CAYCE, SC (WIS) - People using the Riverwalk in Cayce may notice people digging under a tent on Riverland Drive near the police substation at the end of the path.
They are looking for what's left of a lost community known as Granby dating back nearly 200 years.
"We're hoping to find scientific proof that this is Granby," Project Manager David Brinkman said. "We're pretty sure the location. Historians over the years thought this was the area but nobody could say for sure."
After two years of digging 65 pits along the street, Brinkman and his team of volunteers and amateur archaeologists and historians have found about 10,000 artifacts dating to the period of the Granby settlement.
"Granby itself was the first developed town in the area," he said. "That's our main goal is to bring back this forgotten history which is very important to the area."
"This is the head of navigation," project historian Dean Hunt said. "So this was as far as a boat could get from the coast, so it's a natural place to stop."
The community sat at the junction of an Indian trail, the old State Road, and Friday's Ferry, a major crossing of the Congaree River.
"History happened here," Hunt said.
"In the three miles around us you have colonial forts, a colonial town, Saxe Gotha colonial town, trade development from different areas," he said. "Even had a civil war battle here."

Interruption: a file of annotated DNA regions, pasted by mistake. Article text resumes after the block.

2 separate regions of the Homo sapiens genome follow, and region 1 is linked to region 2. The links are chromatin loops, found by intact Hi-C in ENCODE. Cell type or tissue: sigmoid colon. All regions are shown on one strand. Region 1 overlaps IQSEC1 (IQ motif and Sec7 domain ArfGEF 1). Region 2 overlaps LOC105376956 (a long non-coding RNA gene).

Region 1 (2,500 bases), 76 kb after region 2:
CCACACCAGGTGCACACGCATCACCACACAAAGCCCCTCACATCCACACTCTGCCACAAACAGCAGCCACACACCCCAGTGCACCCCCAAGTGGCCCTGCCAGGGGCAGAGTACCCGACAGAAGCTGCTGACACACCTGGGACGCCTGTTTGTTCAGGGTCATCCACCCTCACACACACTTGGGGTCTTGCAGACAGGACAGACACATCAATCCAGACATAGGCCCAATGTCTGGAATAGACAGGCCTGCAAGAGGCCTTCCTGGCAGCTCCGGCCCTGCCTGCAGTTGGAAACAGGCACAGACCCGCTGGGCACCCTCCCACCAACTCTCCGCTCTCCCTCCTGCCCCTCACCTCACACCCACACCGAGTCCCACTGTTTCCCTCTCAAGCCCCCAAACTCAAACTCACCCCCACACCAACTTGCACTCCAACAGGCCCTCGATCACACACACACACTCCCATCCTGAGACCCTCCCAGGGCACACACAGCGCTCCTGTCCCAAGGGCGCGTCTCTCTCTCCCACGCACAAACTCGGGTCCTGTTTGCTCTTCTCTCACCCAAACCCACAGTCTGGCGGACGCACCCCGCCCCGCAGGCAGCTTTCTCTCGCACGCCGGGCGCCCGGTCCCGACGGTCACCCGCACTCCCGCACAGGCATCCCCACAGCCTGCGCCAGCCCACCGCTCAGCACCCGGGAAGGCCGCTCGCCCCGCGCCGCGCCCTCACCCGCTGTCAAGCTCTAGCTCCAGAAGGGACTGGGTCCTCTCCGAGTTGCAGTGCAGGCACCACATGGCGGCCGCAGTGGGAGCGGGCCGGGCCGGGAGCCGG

Brinkman is digging for Granby in his own yard.
"A local surveyor had found what was believed to be remnants of Friday's Ferry and I'd been researching Friday's Ferry on another project, so I got excited," he said. "My wife and I came out here and here was this foreclosed property just maybe 400 feet from this very site."
"It's a big responsibility because people are like, every question that they ask, 'Where are you gonna' put all this stuff?' Because we have tens of thousands of stuff from ceramics to glass to pottery," said Brinkman's wife, Odess.
Brinkman and the team have been posting their discoveries on the Finding Granby web site. At first he reached out to researchers and academic archaeologists, who didn't have time or money for the project. Brinkman's team and the volunteers have been doing all the work.
"We can dig down one, two, three feet and recover these relics that date back to the time period that this area was occupied is fascinating to me," archaeologist D.C. Locke said. He's been working on the dig for two years.
The community consisted of about 200 homes. Fragments of window glass and European china suggest some residents were wealthy.
"I think about then vs. now and how much more difficult it might have been for their lives and lifestyles," Locke said. "They were hardy, tough people."
If you are considering digging holes in the neighborhood to find your own artifacts, don't bother. Brinkman said the relics they found are common, mundane or in pieces.
To contact Brinkman to volunteer, click here.